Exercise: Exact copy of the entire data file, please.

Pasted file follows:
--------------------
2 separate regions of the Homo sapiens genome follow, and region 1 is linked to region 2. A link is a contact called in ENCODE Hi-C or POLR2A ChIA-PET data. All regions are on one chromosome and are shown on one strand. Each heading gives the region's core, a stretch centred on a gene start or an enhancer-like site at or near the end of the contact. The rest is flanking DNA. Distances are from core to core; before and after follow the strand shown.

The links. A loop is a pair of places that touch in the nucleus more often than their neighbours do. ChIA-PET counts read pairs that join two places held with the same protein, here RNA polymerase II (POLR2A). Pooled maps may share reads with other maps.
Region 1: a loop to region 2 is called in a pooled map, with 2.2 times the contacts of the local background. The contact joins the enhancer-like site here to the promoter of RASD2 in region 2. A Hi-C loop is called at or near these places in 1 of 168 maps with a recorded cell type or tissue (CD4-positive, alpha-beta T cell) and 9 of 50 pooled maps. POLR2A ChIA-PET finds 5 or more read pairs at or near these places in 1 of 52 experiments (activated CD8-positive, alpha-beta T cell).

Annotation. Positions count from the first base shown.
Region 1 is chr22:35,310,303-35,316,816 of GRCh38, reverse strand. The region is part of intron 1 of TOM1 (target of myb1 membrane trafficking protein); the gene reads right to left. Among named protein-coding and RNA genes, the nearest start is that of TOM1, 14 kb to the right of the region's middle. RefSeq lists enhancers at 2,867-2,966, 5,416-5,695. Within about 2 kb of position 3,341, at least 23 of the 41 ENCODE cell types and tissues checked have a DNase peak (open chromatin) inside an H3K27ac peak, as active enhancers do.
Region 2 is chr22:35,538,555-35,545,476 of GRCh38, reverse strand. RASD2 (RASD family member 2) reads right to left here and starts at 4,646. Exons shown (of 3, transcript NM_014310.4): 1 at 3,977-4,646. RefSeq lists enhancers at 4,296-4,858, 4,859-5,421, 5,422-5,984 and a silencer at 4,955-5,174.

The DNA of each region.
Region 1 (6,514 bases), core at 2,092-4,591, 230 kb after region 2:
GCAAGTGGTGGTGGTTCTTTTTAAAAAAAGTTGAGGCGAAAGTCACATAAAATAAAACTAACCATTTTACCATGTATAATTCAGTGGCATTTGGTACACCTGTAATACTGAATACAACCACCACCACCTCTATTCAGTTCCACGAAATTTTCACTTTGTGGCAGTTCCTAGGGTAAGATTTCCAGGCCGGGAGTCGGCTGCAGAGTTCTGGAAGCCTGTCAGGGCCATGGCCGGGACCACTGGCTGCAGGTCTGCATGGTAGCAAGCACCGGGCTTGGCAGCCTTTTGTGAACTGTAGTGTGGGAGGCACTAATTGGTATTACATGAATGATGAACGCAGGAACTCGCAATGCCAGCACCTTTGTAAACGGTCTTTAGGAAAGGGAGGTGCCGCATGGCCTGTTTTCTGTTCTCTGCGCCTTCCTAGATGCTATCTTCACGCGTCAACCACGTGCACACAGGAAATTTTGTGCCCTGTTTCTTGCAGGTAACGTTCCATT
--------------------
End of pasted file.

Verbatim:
2 separate regions of the Homo sapiens genome follow, and region 1 is linked to region 2. A link is a contact called in ENCODE Hi-C or POLR2A ChIA-PET data. All regions are on one chromosome and are shown on one strand. Each heading gives the region's core, a stretch centred on a gene start or an enhancer-like site at or near the end of the contact. The rest is flanking DNA. Distances are from core to core; before and after follow the strand shown.

The links. A loop is a pair of places that touch in the nucleus more often than their neighbours do. ChIA-PET counts read pairs that join two places held with the same protein, here RNA polymerase II (POLR2A). Pooled maps may share reads with other maps.
Region 1: a loop to region 2 is called in a pooled map, with 2.2 times the contacts of the local background. The contact joins the enhancer-like site here to the promoter of RASD2 in region 2. A Hi-C loop is called at or near these places in 1 of 168 maps with a recorded cell type or tissue (CD4-positive, alpha-beta T cell) and 9 of 50 pooled maps. POLR2A ChIA-PET finds 5 or more read pairs at or near these places in 1 of 52 experiments (activated CD8-positive, alpha-beta T cell).

Annotation. Positions count from the first base shown.
Region 1 is chr22:35,310,303-35,316,816 of GRCh38, reverse strand. The region is part of intron 1 of TOM1 (target of myb1 membrane trafficking protein); the gene reads right to left. Among named protein-coding and RNA genes, the nearest start is that of TOM1, 14 kb to the right of the region's middle. RefSeq lists enhancers at 2,867-2,966, 5,416-5,695. Within about 2 kb of position 3,341, at least 23 of the 41 ENCODE cell types and tissues checked have a DNase peak (open chromatin) inside an H3K27ac peak, as active enhancers do.
Region 2 is chr22:35,538,555-35,545,476 of GRCh38, reverse strand. RASD2 (RASD family member 2) reads right to left here and starts at 4,646. Exons shown (of 3, transcript NM_014310.4): 1 at 3,977-4,646. RefSeq lists enhancers at 4,296-4,858, 4,859-5,421, 5,422-5,984 and a silencer at 4,955-5,174.

The DNA of each region.
Region 1 (6,514 bases), core at 2,092-4,591, 230 kb after region 2:
GCAAGTGGTGGTGGTTCTTTTTAAAAAAAGTTGAGGCGAAAGTCACATAAAATAAAACTAACCATTTTACCATGTATAATTCAGTGGCATTTGGTACACCTGTAATACTGAATACAACCACCACCACCTCTATTCAGTTCCACGAAATTTTCACTTTGTGGCAGTTCCTAGGGTAAGATTTCCAGGCCGGGAGTCGGCTGCAGAGTTCTGGAAGCCTGTCAGGGCCATGGCCGGGACCACTGGCTGCAGGTCTGCATGGTAGCAAGCACCGGGCTTGGCAGCCTTTTGTGAACTGTAGTGTGGGAGGCACTAATTGGTATTACATGAATGATGAACGCAGGAACTCGCAATGCCAGCACCTTTGTAAACGGTCTTTAGGAAAGGGAGGTGCCGCATGGCCTGTTTTCTGTTCTCTGCGCCTTCCTAGATGCTATCTTCACGCGTCAACCACGTGCACACAGGAAATTTTGTGCCCTGTTTCTTGCAGGTAACGTTCCATT